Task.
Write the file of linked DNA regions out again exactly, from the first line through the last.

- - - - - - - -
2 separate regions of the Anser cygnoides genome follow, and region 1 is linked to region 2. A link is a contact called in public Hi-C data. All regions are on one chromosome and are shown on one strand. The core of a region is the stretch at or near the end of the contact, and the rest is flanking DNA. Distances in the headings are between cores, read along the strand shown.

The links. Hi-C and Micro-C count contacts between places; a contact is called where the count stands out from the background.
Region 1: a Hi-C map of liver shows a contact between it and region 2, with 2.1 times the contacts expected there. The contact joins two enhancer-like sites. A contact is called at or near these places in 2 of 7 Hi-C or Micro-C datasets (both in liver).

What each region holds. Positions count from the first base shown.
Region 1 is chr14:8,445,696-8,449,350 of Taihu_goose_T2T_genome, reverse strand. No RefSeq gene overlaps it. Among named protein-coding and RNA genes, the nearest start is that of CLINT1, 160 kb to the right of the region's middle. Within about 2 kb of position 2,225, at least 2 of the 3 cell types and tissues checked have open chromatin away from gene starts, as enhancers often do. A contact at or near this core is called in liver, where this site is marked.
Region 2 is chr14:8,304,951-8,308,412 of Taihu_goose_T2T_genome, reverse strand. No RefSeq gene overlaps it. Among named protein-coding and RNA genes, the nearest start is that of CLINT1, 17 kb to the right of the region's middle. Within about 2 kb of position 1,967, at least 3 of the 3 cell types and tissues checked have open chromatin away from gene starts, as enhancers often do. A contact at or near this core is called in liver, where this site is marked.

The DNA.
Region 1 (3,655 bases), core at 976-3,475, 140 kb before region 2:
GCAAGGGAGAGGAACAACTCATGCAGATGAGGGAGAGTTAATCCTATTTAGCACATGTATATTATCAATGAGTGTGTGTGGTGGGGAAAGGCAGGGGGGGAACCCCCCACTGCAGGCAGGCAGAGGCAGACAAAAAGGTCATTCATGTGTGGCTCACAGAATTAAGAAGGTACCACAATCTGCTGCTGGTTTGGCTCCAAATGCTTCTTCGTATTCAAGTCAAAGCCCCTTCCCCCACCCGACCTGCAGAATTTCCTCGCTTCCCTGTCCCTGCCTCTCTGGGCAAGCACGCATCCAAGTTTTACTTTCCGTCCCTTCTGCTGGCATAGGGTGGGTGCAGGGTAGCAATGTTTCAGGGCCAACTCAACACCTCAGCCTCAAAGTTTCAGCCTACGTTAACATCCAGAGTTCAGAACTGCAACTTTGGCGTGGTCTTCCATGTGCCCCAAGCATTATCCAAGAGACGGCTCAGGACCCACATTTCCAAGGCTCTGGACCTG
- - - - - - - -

2 separate regions of the Anser cygnoides genome follow, and region 1 is linked to region 2. A link is a contact called in public Hi-C data. All regions are on one chromosome and are shown on one strand. The core of a region is the stretch at or near the end of the contact, and the rest is flanking DNA. Distances in the headings are between cores, read along the strand shown.

The links. Hi-C and Micro-C count contacts between places; a contact is called where the count stands out from the background.
Region 1: a Hi-C map of liver shows a contact between it and region 2, with 2.1 times the contacts expected there. The contact joins two enhancer-like sites. A contact is called at or near these places in 2 of 7 Hi-C or Micro-C datasets (both in liver).

What each region holds. Positions count from the first base shown.
Region 1 is chr14:8,445,696-8,449,350 of Taihu_goose_T2T_genome, reverse strand. No RefSeq gene overlaps it. Among named protein-coding and RNA genes, the nearest start is that of CLINT1, 160 kb to the right of the region's middle. Within about 2 kb of position 2,225, at least 2 of the 3 cell types and tissues checked have open chromatin away from gene starts, as enhancers often do. A contact at or near this core is called in liver, where this site is marked.
Region 2 is chr14:8,304,951-8,308,412 of Taihu_goose_T2T_genome, reverse strand. No RefSeq gene overlaps it. Among named protein-coding and RNA genes, the nearest start is that of CLINT1, 17 kb to the right of the region's middle. Within about 2 kb of position 1,967, at least 3 of the 3 cell types and tissues checked have open chromatin away from gene starts, as enhancers often do. A contact at or near this core is called in liver, where this site is marked.

The DNA.
Region 1 (3,655 bases), core at 976-3,475, 140 kb before region 2:
GCAAGGGAGAGGAACAACTCATGCAGATGAGGGAGAGTTAATCCTATTTAGCACATGTATATTATCAATGAGTGTGTGTGGTGGGGAAAGGCAGGGGGGGAACCCCCCACTGCAGGCAGGCAGAGGCAGACAAAAAGGTCATTCATGTGTGGCTCACAGAATTAAGAAGGTACCACAATCTGCTGCTGGTTTGGCTCCAAATGCTTCTTCGTATTCAAGTCAAAGCCCCTTCCCCCACCCGACCTGCAGAATTTCCTCGCTTCCCTGTCCCTGCCTCTCTGGGCAAGCACGCATCCAAGTTTTACTTTCCGTCCCTTCTGCTGGCATAGGGTGGGTGCAGGGTAGCAATGTTTCAGGGCCAACTCAACACCTCAGCCTCAAAGTTTCAGCCTACGTTAACATCCAGAGTTCAGAACTGCAACTTTGGCGTGGTCTTCCATGTGCCCCAAGCATTATCCAAGAGACGGCTCAGGACCCACATTTCCAAGGCTCTGGACCTG